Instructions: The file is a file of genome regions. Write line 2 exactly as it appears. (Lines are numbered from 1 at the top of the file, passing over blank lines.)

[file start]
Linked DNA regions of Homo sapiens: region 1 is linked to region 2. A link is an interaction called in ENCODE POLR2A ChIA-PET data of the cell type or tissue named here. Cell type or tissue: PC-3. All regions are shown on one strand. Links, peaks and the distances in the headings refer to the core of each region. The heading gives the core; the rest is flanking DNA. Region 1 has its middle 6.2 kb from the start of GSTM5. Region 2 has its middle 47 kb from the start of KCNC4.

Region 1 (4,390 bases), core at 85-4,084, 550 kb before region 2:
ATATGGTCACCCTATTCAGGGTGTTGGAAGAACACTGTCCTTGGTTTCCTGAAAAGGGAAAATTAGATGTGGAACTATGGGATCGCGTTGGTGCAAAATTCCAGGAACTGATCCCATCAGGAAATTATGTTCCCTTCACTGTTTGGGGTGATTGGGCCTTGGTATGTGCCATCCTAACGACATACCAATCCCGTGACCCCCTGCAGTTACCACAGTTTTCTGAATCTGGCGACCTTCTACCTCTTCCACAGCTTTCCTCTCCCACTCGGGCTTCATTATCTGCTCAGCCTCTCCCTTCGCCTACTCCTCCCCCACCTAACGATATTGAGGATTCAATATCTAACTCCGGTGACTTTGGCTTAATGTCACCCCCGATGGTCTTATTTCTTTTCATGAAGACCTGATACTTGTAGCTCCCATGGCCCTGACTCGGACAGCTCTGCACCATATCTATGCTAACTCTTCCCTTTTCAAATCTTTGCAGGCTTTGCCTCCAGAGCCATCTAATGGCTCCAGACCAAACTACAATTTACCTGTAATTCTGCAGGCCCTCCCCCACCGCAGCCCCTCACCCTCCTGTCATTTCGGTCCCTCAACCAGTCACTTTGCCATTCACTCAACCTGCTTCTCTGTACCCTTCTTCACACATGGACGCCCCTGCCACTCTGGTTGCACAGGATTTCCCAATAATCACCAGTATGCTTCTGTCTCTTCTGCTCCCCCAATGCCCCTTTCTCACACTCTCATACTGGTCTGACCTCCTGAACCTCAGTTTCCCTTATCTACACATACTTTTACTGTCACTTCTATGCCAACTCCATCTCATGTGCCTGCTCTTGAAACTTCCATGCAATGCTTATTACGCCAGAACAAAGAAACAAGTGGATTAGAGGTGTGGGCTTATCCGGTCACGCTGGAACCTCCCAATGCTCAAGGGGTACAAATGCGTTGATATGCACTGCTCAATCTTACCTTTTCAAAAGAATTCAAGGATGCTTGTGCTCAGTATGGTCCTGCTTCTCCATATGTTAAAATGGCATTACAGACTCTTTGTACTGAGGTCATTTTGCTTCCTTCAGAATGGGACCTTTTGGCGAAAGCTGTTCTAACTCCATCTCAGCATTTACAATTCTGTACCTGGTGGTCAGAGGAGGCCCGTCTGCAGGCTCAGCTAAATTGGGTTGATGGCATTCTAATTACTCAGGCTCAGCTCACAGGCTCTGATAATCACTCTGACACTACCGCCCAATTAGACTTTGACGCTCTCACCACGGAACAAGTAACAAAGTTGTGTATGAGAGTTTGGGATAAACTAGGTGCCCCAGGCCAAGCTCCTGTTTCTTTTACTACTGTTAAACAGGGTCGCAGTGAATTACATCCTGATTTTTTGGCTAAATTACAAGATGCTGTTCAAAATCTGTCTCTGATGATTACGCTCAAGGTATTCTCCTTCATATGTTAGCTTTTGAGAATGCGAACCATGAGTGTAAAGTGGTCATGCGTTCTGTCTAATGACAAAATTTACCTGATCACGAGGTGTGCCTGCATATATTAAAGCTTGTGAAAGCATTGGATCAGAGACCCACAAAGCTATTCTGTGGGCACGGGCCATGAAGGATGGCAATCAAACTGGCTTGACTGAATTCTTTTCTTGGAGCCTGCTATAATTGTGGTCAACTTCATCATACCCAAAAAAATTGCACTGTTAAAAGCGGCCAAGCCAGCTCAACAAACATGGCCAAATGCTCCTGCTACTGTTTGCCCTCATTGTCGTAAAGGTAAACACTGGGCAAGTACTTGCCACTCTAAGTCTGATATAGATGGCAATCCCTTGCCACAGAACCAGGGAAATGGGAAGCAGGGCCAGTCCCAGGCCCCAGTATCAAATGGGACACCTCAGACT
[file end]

Region 1 (4,390 bases), core at 85-4,084, 550 kb before region 2: